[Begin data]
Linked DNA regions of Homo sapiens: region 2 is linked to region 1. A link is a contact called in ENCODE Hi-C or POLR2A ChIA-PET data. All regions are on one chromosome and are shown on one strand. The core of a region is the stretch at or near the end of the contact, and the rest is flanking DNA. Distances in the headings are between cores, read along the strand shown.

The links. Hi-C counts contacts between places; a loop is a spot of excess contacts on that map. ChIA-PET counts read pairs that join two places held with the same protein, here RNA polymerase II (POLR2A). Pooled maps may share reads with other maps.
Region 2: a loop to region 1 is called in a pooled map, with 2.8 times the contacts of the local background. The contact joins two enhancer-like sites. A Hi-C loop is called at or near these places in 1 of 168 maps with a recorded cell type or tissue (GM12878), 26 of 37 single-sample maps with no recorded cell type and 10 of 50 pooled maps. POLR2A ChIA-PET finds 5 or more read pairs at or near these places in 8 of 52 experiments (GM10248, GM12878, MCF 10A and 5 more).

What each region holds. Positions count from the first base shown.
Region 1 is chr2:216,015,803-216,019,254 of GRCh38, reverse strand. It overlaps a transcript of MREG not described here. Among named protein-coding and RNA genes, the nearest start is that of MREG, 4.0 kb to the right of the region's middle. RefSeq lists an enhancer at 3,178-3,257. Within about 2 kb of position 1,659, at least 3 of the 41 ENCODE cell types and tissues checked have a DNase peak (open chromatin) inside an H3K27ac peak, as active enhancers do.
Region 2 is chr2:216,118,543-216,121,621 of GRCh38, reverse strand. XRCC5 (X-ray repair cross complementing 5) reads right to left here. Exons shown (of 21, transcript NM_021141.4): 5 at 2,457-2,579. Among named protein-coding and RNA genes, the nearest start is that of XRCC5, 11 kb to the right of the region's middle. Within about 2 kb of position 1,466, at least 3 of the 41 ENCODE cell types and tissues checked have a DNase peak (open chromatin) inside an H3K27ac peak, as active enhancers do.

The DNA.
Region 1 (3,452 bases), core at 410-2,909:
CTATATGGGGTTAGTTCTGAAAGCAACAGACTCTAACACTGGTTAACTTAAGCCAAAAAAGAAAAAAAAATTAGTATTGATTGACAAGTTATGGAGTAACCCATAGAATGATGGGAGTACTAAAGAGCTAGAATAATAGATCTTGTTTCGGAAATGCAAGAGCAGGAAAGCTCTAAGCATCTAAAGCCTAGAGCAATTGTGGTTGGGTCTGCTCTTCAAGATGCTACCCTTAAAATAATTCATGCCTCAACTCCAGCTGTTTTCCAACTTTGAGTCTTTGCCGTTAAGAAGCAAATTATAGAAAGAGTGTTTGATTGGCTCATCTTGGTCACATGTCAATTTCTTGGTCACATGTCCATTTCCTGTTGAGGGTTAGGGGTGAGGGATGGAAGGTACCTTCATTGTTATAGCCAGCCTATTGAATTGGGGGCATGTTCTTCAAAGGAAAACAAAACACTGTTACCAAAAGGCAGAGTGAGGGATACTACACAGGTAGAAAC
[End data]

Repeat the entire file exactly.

Linked DNA regions of Homo sapiens: region 2 is linked to region 1. A link is a contact called in ENCODE Hi-C or POLR2A ChIA-PET data. All regions are on one chromosome and are shown on one strand. The core of a region is the stretch at or near the end of the contact, and the rest is flanking DNA. Distances in the headings are between cores, read along the strand shown.

The links. Hi-C counts contacts between places; a loop is a spot of excess contacts on that map. ChIA-PET counts read pairs that join two places held with the same protein, here RNA polymerase II (POLR2A). Pooled maps may share reads with other maps.
Region 2: a loop to region 1 is called in a pooled map, with 2.8 times the contacts of the local background. The contact joins two enhancer-like sites. A Hi-C loop is called at or near these places in 1 of 168 maps with a recorded cell type or tissue (GM12878), 26 of 37 single-sample maps with no recorded cell type and 10 of 50 pooled maps. POLR2A ChIA-PET finds 5 or more read pairs at or near these places in 8 of 52 experiments (GM10248, GM12878, MCF 10A and 5 more).

What each region holds. Positions count from the first base shown.
Region 1 is chr2:216,015,803-216,019,254 of GRCh38, reverse strand. It overlaps a transcript of MREG not described here. Among named protein-coding and RNA genes, the nearest start is that of MREG, 4.0 kb to the right of the region's middle. RefSeq lists an enhancer at 3,178-3,257. Within about 2 kb of position 1,659, at least 3 of the 41 ENCODE cell types and tissues checked have a DNase peak (open chromatin) inside an H3K27ac peak, as active enhancers do.
Region 2 is chr2:216,118,543-216,121,621 of GRCh38, reverse strand. XRCC5 (X-ray repair cross complementing 5) reads right to left here. Exons shown (of 21, transcript NM_021141.4): 5 at 2,457-2,579. Among named protein-coding and RNA genes, the nearest start is that of XRCC5, 11 kb to the right of the region's middle. Within about 2 kb of position 1,466, at least 3 of the 41 ENCODE cell types and tissues checked have a DNase peak (open chromatin) inside an H3K27ac peak, as active enhancers do.

The DNA.
Region 1 (3,452 bases), core at 410-2,909:
CTATATGGGGTTAGTTCTGAAAGCAACAGACTCTAACACTGGTTAACTTAAGCCAAAAAAGAAAAAAAAATTAGTATTGATTGACAAGTTATGGAGTAACCCATAGAATGATGGGAGTACTAAAGAGCTAGAATAATAGATCTTGTTTCGGAAATGCAAGAGCAGGAAAGCTCTAAGCATCTAAAGCCTAGAGCAATTGTGGTTGGGTCTGCTCTTCAAGATGCTACCCTTAAAATAATTCATGCCTCAACTCCAGCTGTTTTCCAACTTTGAGTCTTTGCCGTTAAGAAGCAAATTATAGAAAGAGTGTTTGATTGGCTCATCTTGGTCACATGTCAATTTCTTGGTCACATGTCCATTTCCTGTTGAGGGTTAGGGGTGAGGGATGGAAGGTACCTTCATTGTTATAGCCAGCCTATTGAATTGGGGGCATGTTCTTCAAAGGAAAACAAAACACTGTTACCAAAAGGCAGAGTGAGGGATACTACACAGGTAGAAAC